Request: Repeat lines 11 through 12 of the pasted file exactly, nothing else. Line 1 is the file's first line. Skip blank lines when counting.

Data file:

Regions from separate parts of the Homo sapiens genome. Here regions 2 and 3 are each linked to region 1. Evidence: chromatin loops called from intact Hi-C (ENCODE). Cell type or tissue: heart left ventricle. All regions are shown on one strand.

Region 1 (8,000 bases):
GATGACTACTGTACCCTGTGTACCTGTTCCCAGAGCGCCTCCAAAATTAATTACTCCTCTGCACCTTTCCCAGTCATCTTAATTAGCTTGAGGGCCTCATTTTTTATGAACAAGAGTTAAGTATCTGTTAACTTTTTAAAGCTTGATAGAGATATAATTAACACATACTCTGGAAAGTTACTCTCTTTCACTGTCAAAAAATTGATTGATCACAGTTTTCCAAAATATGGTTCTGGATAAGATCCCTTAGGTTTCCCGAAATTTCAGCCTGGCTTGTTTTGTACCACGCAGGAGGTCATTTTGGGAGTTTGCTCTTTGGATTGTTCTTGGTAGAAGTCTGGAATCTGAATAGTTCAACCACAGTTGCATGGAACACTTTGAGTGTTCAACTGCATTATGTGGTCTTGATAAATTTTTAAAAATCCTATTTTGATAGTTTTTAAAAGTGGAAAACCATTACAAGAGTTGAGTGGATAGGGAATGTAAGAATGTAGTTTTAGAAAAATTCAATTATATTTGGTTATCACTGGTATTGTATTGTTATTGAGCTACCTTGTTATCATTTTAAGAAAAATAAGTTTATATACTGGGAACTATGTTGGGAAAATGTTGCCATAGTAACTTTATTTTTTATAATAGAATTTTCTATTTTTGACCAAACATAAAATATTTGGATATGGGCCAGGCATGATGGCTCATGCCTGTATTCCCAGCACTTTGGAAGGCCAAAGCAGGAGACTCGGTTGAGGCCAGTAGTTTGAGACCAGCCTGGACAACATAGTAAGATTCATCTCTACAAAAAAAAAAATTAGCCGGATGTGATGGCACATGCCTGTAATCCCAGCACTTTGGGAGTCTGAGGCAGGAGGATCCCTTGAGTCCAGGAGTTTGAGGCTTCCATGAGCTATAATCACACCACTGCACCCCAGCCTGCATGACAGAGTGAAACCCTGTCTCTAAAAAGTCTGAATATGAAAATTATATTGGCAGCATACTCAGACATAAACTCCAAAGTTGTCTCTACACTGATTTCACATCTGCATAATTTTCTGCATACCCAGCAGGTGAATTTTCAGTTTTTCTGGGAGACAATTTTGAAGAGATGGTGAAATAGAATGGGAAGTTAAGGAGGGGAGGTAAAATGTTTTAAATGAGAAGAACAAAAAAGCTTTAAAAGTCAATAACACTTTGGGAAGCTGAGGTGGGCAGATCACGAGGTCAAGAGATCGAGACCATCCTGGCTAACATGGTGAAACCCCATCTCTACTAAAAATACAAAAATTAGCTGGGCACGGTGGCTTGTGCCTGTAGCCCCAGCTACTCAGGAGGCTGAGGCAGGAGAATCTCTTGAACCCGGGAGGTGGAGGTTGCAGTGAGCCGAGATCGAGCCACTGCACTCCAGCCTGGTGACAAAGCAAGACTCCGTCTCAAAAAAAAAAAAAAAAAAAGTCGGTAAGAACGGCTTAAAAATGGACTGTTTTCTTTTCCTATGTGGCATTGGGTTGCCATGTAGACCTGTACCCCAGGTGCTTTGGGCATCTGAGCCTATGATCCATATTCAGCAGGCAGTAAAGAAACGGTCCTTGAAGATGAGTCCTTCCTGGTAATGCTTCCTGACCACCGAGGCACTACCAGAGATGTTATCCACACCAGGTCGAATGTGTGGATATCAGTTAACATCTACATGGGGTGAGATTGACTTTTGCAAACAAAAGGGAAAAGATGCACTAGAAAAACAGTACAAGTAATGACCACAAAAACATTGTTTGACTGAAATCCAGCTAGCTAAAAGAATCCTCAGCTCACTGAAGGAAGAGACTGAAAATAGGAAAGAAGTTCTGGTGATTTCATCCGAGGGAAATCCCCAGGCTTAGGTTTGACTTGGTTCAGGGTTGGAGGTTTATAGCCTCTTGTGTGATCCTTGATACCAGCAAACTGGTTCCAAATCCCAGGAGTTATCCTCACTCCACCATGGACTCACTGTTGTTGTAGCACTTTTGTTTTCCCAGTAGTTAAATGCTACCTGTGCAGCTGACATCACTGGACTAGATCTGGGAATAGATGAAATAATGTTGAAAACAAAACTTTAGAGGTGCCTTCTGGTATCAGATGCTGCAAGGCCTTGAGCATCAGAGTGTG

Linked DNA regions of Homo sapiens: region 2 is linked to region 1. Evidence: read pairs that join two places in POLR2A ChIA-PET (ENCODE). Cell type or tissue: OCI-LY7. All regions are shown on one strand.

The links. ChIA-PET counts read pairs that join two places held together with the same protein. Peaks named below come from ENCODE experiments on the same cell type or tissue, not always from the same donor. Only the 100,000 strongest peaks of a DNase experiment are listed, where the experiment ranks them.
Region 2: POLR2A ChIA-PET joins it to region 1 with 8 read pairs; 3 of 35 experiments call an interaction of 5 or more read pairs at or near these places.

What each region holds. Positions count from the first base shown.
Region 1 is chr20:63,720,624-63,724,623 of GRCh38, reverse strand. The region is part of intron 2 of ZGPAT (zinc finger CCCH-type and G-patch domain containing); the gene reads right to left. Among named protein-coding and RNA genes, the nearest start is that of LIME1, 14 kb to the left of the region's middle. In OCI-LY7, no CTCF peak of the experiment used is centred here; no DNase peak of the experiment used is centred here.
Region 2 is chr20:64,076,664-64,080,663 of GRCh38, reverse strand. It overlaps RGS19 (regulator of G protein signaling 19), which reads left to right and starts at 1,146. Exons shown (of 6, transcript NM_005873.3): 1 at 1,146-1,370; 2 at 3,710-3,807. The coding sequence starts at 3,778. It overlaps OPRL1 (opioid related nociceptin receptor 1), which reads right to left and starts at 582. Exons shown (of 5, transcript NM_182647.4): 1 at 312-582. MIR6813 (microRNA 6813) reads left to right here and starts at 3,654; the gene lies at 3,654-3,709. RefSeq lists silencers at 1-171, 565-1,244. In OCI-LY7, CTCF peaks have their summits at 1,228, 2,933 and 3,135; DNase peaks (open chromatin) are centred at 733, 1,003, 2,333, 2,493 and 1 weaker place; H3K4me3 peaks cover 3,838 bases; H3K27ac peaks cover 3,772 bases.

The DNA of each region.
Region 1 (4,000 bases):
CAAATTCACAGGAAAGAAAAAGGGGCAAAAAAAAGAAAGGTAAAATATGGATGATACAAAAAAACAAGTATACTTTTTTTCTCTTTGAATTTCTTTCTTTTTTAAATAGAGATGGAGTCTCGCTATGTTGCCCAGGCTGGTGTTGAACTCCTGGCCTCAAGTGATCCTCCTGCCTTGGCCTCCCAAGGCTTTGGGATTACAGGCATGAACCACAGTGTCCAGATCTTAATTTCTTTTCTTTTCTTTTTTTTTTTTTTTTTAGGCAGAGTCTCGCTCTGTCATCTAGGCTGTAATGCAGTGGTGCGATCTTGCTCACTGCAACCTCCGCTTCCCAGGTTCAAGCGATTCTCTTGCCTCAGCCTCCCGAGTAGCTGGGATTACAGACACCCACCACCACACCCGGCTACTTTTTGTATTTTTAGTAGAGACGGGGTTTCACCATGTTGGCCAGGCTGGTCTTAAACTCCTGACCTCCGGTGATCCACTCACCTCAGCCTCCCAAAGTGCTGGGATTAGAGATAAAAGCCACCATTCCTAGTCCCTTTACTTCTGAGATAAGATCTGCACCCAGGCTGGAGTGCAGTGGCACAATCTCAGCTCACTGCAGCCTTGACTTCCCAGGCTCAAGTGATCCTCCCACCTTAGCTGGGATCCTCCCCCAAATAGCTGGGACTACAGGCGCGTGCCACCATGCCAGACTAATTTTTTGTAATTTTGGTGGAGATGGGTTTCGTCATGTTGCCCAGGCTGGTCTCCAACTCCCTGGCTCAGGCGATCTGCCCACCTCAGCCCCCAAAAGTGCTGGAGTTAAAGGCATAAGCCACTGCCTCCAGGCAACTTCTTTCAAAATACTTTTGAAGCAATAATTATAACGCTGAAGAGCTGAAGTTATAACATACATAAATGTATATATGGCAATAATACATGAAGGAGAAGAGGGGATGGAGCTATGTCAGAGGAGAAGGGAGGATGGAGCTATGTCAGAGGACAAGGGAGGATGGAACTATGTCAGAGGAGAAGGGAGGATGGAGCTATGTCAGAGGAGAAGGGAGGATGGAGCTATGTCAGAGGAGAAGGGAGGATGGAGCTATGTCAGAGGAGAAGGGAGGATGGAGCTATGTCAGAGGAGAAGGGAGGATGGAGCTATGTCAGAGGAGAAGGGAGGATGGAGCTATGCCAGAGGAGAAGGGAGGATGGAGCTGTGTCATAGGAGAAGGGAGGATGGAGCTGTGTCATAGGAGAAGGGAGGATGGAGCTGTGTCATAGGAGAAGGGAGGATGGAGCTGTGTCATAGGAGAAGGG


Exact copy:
Region 1 (4,000 bases):
CAAATTCACAGGAAAGAAAAAGGGGCAAAAAAAAGAAAGGTAAAATATGGATGATACAAAAAAACAAGTATACTTTTTTTCTCTTTGAATTTCTTTCTTTTTTAAATAGAGATGGAGTCTCGCTATGTTGCCCAGGCTGGTGTTGAACTCCTGGCCTCAAGTGATCCTCCTGCCTTGGCCTCCCAAGGCTTTGGGATTACAGGCATGAACCACAGTGTCCAGATCTTAATTTCTTTTCTTTTCTTTTTTTTTTTTTTTTTAGGCAGAGTCTCGCTCTGTCATCTAGGCTGTAATGCAGTGGTGCGATCTTGCTCACTGCAACCTCCGCTTCCCAGGTTCAAGCGATTCTCTTGCCTCAGCCTCCCGAGTAGCTGGGATTACAGACACCCACCACCACACCCGGCTACTTTTTGTATTTTTAGTAGAGACGGGGTTTCACCATGTTGGCCAGGCTGGTCTTAAACTCCTGACCTCCGGTGATCCACTCACCTCAGCCTCCCAAAGTGCTGGGATTAGAGATAAAAGCCACCATTCCTAGTCCCTTTACTTCTGAGATAAGATCTGCACCCAGGCTGGAGTGCAGTGGCACAATCTCAGCTCACTGCAGCCTTGACTTCCCAGGCTCAAGTGATCCTCCCACCTTAGCTGGGATCCTCCCCCAAATAGCTGGGACTACAGGCGCGTGCCACCATGCCAGACTAATTTTTTGTAATTTTGGTGGAGATGGGTTTCGTCATGTTGCCCAGGCTGGTCTCCAACTCCCTGGCTCAGGCGATCTGCCCACCTCAGCCCCCAAAAGTGCTGGAGTTAAAGGCATAAGCCACTGCCTCCAGGCAACTTCTTTCAAAATACTTTTGAAGCAATAATTATAACGCTGAAGAGCTGAAGTTATAACATACATAAATGTATATATGGCAATAATACATGAAGGAGAAGAGGGGATGGAGCTATGTCAGAGGAGAAGGGAGGATGGAGCTATGTCAGAGGACAAGGGAGGATGGAACTATGTCAGAGGAGAAGGGAGGATGGAGCTATGTCAGAGGAGAAGGGAGGATGGAGCTATGTCAGAGGAGAAGGGAGGATGGAGCTATGTCAGAGGAGAAGGGAGGATGGAGCTATGTCAGAGGAGAAGGGAGGATGGAGCTATGTCAGAGGAGAAGGGAGGATGGAGCTATGCCAGAGGAGAAGGGAGGATGGAGCTGTGTCATAGGAGAAGGGAGGATGGAGCTGTGTCATAGGAGAAGGGAGGATGGAGCTGTGTCATAGGAGAAGGGAGGATGGAGCTGTGTCATAGGAGAAGGG